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CommWarrior cellphone virus smolders, somewhere

Cabir cellphone Symbian Series 60 virus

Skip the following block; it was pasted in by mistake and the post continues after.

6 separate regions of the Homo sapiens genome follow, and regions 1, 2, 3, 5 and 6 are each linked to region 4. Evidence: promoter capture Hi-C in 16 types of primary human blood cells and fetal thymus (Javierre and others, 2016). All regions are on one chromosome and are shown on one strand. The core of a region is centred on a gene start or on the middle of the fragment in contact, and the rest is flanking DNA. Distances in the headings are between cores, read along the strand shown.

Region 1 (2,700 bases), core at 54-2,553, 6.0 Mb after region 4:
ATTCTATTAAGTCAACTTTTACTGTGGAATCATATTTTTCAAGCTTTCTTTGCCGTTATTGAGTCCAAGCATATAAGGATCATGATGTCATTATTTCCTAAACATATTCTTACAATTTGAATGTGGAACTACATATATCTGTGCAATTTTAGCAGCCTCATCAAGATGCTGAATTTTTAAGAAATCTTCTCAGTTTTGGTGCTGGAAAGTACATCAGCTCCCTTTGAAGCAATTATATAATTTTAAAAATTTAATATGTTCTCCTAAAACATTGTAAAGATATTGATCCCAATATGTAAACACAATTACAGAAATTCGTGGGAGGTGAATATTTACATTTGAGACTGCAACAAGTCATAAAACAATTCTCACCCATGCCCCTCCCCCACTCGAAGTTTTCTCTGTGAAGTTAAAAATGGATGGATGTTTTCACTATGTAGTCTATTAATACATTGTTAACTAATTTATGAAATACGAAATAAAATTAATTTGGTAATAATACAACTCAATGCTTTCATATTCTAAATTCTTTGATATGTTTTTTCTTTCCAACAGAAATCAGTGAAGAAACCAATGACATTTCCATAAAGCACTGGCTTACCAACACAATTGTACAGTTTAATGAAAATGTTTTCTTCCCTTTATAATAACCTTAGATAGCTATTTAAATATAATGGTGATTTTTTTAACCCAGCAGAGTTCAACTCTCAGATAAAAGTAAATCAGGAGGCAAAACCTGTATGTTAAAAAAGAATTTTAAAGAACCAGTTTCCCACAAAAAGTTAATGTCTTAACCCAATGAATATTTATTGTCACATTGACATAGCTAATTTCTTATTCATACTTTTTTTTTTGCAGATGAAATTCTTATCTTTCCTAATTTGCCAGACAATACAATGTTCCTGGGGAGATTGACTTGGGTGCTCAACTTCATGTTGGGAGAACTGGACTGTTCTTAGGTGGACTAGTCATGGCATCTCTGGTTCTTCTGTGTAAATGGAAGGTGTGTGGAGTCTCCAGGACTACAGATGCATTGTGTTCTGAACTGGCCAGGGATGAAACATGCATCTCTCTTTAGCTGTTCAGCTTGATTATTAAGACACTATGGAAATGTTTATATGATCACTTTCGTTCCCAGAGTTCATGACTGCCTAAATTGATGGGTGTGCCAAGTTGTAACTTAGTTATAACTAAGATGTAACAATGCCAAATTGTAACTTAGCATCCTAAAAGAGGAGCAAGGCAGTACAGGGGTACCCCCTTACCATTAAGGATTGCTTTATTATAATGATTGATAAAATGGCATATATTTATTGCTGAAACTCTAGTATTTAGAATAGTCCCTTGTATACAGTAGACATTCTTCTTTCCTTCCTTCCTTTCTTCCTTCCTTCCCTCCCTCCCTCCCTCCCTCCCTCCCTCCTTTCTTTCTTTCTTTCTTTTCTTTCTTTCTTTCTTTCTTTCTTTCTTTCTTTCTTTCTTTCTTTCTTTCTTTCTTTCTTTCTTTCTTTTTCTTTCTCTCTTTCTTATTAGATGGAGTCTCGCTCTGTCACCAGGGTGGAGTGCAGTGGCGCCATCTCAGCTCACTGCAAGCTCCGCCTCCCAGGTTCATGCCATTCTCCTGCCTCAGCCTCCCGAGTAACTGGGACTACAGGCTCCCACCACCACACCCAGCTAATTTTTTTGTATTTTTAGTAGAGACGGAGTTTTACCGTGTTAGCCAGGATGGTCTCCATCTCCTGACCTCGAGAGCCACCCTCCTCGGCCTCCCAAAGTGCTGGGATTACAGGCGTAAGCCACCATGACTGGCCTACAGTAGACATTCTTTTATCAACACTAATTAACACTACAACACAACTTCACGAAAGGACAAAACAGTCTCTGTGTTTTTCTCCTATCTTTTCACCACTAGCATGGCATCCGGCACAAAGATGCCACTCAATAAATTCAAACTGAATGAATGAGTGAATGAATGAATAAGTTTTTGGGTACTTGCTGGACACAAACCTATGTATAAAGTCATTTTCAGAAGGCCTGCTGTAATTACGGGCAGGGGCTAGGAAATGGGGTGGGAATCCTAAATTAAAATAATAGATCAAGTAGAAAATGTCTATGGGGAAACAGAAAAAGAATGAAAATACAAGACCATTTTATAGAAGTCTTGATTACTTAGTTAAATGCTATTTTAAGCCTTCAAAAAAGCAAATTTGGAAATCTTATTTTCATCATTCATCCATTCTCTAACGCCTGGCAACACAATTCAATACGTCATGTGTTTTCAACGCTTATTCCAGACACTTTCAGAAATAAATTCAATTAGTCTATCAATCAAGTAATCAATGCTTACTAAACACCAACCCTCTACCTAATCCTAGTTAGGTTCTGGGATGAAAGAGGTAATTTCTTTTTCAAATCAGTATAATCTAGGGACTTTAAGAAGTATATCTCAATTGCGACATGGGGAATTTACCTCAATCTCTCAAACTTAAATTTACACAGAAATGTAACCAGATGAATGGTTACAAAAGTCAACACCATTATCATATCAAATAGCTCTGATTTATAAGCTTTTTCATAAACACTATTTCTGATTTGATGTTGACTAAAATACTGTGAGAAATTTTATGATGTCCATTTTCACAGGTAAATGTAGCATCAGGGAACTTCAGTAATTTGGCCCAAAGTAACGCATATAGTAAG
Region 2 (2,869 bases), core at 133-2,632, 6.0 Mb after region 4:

Antivirus researchers are examining a new Trojan horse that could pose more of a threat than the Cabir virus, which only spread by Bluetooth (which means Paris Hilton's Sidekick would not, we repeat, would not be vulnerable to the Cabir Trojan). CommWarrior spreads by Bluetooth as well as by MMS, which makes it far more able to actually get around. The virus infects the Symbian OS found on Nokia Series 60 handsets and affects the phone directory software, selecting one directory profile at random and sending a copy of itself to that person. The recipient must also be running Series 60 software and accept the CommWarrior download to actually get infected. It uses over 20 different messages to lure users into downloading the software, from fake Symbian software updates to porn photos. Since users will be receiving the virus via MMS, they will be more likely to perceive it as coming from a 'trusted' source and erroneously install it — but note that the Trojan can't do any actual damage to your phone, though it can damage your phone bill from the MMS it sends. CommWarrior has been seen in the wild sporadically since the beginning of the year, but contains a sleep function that allows it to lie dormant for an undetermined period of time, which explains why it hasn't yet hit peak distribution. Yet another reason we may not have seen much of it is that it can't tell the difference between landline phones and cellphones, making CommWarrior a pretty dumb smartphone virus.

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